al-Baqi' Gate (Bab al-Baqi')

By the Editors of the Madain Project

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Bab al-Baqi' (باب البقيع), al-Baqi' gate also known as the Bab al-Jum'a (باب الجمعة) is the closest located gate to the Prophet Muhammad's burial chamber. The gate was most likely first installed in 873 CE during the time of Ishaq ibn Muhammad al-Ja'di. Bab al-Baqi', gate no. 41, is one of the major gates of Masjid an-Nabawi.

Overview

It is one of the three gates (Bab al-Baqi', Bab Jibraeel, and Bab un-Nisa) on the eastern side that retain the architectural style of gates from first Saudi expansion. It marks the eastern end of the Ottoman qibla wall. There are three inscriptions over the gate's facade, top most reads; (). Second one is durood; and the third is the dua' (prayer) to enter (any) mosque. The Bab al-Baqi of Masjid an-Nabawi has been rebuilt, renovated and reconstructed several times over the centuries by several prominent Muslims.

al-Baqi Gate

Brief History

circa 1990 CE

al-Baqi Gate

After its original construction in 873 CE, it was first renovated during the Buyid era, circa 980 CE. al-Maqdisi gives details of this door as a large decorated portal in to the eastern wall of the mosque. It was renovated by Sultan Nur al-Din Zangi in circa 1960 CE, when he had the outer wall of the mosque renovated as well. Sultan had the door built out of wood, inlaid with metal plates and inscribed with his name.

Architecture

circa 1990 CE

al-Baqi Gate

Location
The Bab al-Baqi lies at the south-eastern corner of the Ottoman era Masjid an-Nabawi, directly below the al-Baqi minaret some 20 meters south of the Bab Jibrael. The Bab al-Baqi' is located closest to the Rawdha of prophet Muhammad, and directly inline with Bab as-Salam. The photograph depicts the interior of the Bab al-Baqi just after entering, to the right is the south-east corner of Prophet Muhammad's burial chamber, and the corridor in front runs towards the Bab Salam; along the Qibla Wall.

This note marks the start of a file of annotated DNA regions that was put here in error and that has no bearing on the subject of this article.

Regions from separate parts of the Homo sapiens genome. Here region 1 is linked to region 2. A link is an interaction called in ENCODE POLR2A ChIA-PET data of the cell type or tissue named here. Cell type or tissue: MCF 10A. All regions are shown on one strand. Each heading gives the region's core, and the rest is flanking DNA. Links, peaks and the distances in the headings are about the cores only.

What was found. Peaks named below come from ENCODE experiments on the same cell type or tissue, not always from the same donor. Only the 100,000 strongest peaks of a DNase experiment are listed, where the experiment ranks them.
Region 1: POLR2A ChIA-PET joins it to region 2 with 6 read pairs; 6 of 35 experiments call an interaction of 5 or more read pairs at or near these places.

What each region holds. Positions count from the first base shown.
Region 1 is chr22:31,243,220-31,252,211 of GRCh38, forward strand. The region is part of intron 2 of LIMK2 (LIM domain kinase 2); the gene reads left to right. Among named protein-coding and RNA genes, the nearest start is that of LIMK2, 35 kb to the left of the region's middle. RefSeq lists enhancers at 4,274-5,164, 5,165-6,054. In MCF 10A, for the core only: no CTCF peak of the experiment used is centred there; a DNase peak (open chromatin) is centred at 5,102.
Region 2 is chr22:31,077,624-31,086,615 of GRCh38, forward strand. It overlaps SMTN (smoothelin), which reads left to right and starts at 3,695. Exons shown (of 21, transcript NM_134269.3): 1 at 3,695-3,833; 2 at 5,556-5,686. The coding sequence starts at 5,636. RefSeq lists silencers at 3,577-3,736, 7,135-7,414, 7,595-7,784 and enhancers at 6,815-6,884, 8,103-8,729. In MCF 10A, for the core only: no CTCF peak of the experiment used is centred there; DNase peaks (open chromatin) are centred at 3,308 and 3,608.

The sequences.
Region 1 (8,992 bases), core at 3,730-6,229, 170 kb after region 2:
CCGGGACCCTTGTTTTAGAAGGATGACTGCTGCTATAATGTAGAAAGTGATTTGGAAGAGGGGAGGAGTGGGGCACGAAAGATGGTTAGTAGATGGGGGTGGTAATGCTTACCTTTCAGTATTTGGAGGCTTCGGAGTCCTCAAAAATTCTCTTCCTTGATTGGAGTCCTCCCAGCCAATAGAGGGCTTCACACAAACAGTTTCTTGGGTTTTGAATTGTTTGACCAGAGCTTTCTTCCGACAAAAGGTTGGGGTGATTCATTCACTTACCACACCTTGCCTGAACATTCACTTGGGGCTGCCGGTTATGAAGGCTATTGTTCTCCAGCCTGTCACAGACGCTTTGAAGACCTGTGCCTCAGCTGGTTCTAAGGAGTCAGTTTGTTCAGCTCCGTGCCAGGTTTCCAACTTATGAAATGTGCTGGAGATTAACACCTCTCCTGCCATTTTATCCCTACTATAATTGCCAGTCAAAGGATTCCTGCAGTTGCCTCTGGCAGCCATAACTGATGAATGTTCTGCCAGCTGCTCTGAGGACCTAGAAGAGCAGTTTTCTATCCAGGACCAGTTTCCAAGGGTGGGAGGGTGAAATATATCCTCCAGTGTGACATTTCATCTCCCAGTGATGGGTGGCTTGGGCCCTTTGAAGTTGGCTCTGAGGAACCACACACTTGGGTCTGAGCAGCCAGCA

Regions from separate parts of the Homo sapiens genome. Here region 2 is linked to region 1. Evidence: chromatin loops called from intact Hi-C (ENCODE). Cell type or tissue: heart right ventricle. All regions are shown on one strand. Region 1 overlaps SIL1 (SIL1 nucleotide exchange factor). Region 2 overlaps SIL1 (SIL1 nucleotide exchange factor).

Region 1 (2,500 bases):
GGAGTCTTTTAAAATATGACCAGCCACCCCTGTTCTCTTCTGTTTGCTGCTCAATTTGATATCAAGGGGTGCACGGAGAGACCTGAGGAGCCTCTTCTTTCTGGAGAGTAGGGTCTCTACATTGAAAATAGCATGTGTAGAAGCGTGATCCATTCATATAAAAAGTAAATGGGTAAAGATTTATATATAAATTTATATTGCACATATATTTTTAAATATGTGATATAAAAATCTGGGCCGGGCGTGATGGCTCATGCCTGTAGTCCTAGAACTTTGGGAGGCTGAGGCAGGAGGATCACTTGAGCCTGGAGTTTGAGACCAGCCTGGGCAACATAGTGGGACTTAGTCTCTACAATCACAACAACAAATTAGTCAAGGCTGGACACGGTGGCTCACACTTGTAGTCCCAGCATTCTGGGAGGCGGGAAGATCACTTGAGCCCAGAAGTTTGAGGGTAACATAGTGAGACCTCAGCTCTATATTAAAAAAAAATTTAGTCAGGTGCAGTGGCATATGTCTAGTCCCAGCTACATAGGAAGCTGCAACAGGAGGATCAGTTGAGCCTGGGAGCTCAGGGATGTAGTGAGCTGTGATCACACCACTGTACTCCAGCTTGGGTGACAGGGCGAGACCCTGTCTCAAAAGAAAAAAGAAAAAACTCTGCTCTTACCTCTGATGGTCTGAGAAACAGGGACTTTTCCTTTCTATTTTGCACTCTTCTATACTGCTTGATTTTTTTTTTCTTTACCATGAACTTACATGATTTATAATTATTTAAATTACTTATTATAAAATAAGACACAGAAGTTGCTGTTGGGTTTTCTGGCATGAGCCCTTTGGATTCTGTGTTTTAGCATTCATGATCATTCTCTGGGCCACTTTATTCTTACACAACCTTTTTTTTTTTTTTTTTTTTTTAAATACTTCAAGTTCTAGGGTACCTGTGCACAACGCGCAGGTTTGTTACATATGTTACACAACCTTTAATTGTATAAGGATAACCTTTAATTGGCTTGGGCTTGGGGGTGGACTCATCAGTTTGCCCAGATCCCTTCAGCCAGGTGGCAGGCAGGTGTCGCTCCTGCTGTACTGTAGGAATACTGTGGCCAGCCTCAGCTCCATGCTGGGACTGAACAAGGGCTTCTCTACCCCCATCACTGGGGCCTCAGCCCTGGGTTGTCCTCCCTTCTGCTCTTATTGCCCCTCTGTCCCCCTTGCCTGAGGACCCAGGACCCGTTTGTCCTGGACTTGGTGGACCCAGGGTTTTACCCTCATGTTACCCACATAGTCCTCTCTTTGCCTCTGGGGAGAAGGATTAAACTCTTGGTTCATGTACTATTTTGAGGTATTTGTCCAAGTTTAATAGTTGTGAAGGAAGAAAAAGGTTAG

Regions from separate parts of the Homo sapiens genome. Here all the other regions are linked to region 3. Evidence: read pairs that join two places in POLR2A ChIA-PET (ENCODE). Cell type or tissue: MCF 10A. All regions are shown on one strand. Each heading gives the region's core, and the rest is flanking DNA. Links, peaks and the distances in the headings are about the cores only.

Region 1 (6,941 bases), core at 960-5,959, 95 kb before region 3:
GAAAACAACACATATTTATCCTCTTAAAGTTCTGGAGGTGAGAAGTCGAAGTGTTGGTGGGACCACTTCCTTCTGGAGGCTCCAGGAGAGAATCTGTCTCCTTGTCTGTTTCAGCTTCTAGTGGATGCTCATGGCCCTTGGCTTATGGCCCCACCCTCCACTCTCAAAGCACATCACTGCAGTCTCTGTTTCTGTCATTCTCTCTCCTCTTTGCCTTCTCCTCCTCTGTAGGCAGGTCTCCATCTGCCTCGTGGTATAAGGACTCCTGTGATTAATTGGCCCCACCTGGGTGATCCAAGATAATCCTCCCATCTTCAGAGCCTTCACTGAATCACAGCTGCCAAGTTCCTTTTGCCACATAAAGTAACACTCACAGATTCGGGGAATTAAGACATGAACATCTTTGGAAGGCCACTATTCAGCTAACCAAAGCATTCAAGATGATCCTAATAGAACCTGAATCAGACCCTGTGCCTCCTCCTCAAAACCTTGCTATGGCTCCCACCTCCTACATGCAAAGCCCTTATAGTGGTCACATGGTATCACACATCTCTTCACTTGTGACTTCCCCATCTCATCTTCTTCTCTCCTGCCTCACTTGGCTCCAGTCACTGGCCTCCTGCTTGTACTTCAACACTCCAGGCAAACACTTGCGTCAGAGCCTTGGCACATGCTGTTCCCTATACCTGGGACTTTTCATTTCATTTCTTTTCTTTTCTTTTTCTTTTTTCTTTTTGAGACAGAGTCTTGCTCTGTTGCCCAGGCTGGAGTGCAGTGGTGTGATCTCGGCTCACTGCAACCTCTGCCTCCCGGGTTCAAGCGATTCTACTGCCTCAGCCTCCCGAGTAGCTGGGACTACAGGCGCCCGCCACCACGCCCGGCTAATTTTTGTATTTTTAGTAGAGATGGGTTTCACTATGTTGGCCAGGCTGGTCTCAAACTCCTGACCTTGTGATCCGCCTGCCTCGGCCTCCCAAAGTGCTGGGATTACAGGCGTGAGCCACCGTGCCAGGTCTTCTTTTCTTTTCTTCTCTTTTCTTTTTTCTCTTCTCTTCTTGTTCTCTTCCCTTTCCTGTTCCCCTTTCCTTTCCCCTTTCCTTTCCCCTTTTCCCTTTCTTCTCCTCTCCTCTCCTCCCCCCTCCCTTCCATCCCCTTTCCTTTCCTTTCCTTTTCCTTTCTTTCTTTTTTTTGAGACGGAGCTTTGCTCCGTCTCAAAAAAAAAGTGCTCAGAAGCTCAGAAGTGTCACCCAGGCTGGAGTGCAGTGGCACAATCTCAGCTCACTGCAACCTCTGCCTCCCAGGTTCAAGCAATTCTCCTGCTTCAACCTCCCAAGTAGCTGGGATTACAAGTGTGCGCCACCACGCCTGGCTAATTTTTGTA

circa 1990 CE

Bab al-Baqi Minaret
The minaret of al-Baqi' gate (ٱلْبَقِيع‎ مئذنة باب ), the most iconic minaret of the mosque, is the second tallest of the currently ten minarets of Masjid al-Nabawi. It is located on the south-eastern corner of old Ottoman era masjid. It is not only one of the oldest minarets of the mosque it is also the closest minaret to the Green Dome (القبة الخضراء) over the tomb of prophet Muhammad. The architecture of this minaret is the forerunner to all the later minarets of the mosques, except the Bab Salam minaret, which still retains its original architectural elements of Ottoman architecture.

circa 1990 CE

House of Aiesha bint Abi Bakr
The south-eastern corner of the Prophet's burial chamber (this area roughly corresponds to the location of Aiesha bint abi-Bakr's House), as viewed from Bab al-Baqi, in the left isle are the Iconic Golden Grills (Mawajjah Sharif). The western aisle (left) directly leads towards the Bab as-Salam and northern aisle (right) leads towards the Bab Jibraeel and Bab un-Nisa.

circa 610 CE

Interior of the Bab al-Baqi
Interior of Bab al-Baqi' (extreme right), with Golden Grills of the prophet Muhammad's tomb (left). Looking east towards the gate's interior from the southern aisle. The first large circular disk to the extreme left is the viewing hole towards the Maqsoora.

circa 610 CE

Minaret Base
Base of the Bab al-Baqi minaret with Bab al-Baqi's interior (extreme left) and the entrance to the medieval era minaret (small door to the left). The pillar to the extreme right is the south-east corner of the prophet's tomb. The wall of the base of the Bab al-Baqi' minaret is adorned with calligraphic inscriptions of verse from Quran. This area is the eastern end of the qibla wall.

Jannatul Baqi

circa 610 CE

Jannat ul-Baqi or Baqi ul-Gharqad

Modern day aerial view of the Jannat ul-Baqi' cemetery, after which the Bab al-Baqi' is named. View looking east, as seen from the balcony of Bab Abdulaziz minaret. It is the oldest and first designated Muslim cemetary in Madinah, the first companion from the Muhajiroon to be buried here was Uthman ibn Maz’oon who died shortly after the battle of Badr. According to the tradition more than ten thousand companions of the prophet Muhammad are buried here. There are a number of ahadith which refer to Baqi’ in the authentic traditions.

Gallery

See Also

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